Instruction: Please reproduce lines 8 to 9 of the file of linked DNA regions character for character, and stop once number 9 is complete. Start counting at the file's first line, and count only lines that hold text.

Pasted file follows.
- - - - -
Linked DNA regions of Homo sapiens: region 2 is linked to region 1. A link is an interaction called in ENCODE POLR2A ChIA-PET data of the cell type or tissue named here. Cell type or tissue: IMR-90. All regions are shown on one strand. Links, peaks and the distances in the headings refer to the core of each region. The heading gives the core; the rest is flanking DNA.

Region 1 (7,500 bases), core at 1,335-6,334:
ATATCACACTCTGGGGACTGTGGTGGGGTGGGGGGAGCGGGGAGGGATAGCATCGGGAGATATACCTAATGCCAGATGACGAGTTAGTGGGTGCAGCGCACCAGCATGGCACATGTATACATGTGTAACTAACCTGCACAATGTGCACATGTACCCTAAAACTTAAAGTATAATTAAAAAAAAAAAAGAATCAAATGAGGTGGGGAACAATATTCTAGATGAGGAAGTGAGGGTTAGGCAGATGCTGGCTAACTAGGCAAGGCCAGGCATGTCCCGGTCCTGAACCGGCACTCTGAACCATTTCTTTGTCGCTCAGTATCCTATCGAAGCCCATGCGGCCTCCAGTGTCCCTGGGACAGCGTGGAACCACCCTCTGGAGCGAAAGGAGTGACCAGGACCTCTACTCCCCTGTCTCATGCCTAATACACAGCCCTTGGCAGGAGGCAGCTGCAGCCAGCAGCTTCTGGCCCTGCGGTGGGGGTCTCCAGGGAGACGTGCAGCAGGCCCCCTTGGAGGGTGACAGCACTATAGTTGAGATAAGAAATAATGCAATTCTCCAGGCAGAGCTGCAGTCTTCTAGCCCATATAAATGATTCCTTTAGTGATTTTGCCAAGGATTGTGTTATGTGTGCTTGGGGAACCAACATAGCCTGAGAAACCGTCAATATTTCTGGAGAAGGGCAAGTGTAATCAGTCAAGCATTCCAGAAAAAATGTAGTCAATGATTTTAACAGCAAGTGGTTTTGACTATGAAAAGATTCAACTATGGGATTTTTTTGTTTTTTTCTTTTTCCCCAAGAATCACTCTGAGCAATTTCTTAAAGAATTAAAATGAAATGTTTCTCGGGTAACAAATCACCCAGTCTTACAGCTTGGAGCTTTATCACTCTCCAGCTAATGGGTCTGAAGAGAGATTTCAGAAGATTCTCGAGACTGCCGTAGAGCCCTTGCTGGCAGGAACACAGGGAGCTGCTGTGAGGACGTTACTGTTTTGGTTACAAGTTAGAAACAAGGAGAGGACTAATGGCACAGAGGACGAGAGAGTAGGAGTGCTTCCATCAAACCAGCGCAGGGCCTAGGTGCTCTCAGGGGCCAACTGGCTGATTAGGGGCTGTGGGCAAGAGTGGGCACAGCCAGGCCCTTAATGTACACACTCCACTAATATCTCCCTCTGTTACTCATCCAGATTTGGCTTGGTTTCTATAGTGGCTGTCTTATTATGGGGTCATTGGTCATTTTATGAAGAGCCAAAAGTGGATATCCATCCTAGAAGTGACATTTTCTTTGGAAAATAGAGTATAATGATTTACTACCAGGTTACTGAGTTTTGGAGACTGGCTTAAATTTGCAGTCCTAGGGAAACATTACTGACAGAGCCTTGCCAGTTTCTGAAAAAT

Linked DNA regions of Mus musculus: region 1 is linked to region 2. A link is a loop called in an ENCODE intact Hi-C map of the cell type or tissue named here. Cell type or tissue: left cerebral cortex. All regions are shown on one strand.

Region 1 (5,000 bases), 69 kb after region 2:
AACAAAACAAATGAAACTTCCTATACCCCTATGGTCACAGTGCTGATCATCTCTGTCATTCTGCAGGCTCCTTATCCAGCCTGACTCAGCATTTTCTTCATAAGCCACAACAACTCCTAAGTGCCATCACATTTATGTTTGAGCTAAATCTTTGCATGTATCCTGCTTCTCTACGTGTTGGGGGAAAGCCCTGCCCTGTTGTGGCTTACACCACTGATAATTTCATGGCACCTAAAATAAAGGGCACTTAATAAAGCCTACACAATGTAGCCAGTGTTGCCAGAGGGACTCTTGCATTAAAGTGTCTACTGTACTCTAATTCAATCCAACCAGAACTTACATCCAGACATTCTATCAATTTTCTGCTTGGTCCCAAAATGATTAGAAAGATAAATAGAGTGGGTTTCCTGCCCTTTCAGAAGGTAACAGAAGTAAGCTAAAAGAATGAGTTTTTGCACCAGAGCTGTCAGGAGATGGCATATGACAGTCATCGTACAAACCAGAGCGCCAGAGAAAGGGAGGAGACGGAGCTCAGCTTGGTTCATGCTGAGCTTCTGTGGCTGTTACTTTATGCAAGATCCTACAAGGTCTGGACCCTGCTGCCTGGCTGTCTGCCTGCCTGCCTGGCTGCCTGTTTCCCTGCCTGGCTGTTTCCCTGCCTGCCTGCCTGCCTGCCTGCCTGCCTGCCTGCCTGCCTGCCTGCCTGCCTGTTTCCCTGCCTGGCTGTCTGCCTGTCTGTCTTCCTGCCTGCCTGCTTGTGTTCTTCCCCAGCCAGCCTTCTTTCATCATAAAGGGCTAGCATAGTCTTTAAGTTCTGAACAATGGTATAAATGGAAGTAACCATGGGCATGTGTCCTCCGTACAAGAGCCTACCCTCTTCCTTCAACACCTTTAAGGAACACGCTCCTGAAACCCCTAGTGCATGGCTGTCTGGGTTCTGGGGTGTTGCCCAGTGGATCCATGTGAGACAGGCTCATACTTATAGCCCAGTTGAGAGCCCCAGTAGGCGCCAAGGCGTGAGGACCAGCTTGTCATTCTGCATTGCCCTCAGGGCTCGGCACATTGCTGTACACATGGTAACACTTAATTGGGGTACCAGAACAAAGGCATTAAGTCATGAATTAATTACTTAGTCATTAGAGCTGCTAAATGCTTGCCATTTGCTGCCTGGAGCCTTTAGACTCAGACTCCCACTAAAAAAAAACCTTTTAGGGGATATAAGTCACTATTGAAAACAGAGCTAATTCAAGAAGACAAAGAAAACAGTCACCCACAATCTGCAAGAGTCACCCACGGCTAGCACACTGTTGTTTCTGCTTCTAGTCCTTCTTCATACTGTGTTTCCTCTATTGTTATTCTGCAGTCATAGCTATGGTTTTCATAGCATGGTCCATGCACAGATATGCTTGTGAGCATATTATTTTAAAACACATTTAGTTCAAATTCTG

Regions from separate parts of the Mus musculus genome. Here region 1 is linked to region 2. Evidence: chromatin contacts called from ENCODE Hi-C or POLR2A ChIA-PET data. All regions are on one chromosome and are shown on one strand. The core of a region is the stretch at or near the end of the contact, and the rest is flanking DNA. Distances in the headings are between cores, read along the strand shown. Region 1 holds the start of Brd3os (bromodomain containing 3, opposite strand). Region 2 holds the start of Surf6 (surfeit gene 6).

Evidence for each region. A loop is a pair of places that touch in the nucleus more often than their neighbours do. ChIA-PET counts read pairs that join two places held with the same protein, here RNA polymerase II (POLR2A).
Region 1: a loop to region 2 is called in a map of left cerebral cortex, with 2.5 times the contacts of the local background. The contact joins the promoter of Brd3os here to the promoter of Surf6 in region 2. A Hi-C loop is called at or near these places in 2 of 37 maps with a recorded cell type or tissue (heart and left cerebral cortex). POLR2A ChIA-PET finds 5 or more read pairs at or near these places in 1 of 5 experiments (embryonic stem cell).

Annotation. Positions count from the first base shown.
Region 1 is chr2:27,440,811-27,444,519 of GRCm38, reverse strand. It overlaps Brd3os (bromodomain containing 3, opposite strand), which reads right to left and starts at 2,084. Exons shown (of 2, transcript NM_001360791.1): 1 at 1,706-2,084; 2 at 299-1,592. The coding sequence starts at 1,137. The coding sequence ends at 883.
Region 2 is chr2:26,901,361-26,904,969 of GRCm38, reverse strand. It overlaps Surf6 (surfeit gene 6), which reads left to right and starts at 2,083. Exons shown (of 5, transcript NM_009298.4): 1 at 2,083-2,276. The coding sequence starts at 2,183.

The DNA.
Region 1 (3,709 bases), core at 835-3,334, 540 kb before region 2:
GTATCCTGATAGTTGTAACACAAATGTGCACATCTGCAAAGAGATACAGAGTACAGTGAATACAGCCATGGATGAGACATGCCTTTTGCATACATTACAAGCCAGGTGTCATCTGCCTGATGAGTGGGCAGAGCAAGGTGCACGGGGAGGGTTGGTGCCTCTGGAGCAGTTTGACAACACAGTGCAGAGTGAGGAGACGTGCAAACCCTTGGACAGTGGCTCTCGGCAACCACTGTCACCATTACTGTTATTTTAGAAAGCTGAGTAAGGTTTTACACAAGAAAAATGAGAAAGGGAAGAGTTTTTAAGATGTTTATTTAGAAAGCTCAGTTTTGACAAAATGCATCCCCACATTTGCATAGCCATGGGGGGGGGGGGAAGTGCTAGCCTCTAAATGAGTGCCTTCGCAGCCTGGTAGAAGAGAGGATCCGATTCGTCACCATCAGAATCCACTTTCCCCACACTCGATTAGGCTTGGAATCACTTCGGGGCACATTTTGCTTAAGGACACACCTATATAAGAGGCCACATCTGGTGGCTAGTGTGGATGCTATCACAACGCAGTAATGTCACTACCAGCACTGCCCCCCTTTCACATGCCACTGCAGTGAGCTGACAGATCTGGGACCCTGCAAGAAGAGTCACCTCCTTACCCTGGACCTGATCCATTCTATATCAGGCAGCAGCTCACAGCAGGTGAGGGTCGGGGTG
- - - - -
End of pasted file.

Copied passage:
Evidence for each region. A loop is a pair of places that touch in the nucleus more often than their neighbours do. ChIA-PET counts read pairs that join two places held with the same protein, here RNA polymerase II (POLR2A).
Region 1: a loop to region 2 is called in a map of left cerebral cortex, with 2.5 times the contacts of the local background. The contact joins the promoter of Brd3os here to the promoter of Surf6 in region 2. A Hi-C loop is called at or near these places in 2 of 37 maps with a recorded cell type or tissue (heart and left cerebral cortex). POLR2A ChIA-PET finds 5 or more read pairs at or near these places in 1 of 5 experiments (embryonic stem cell).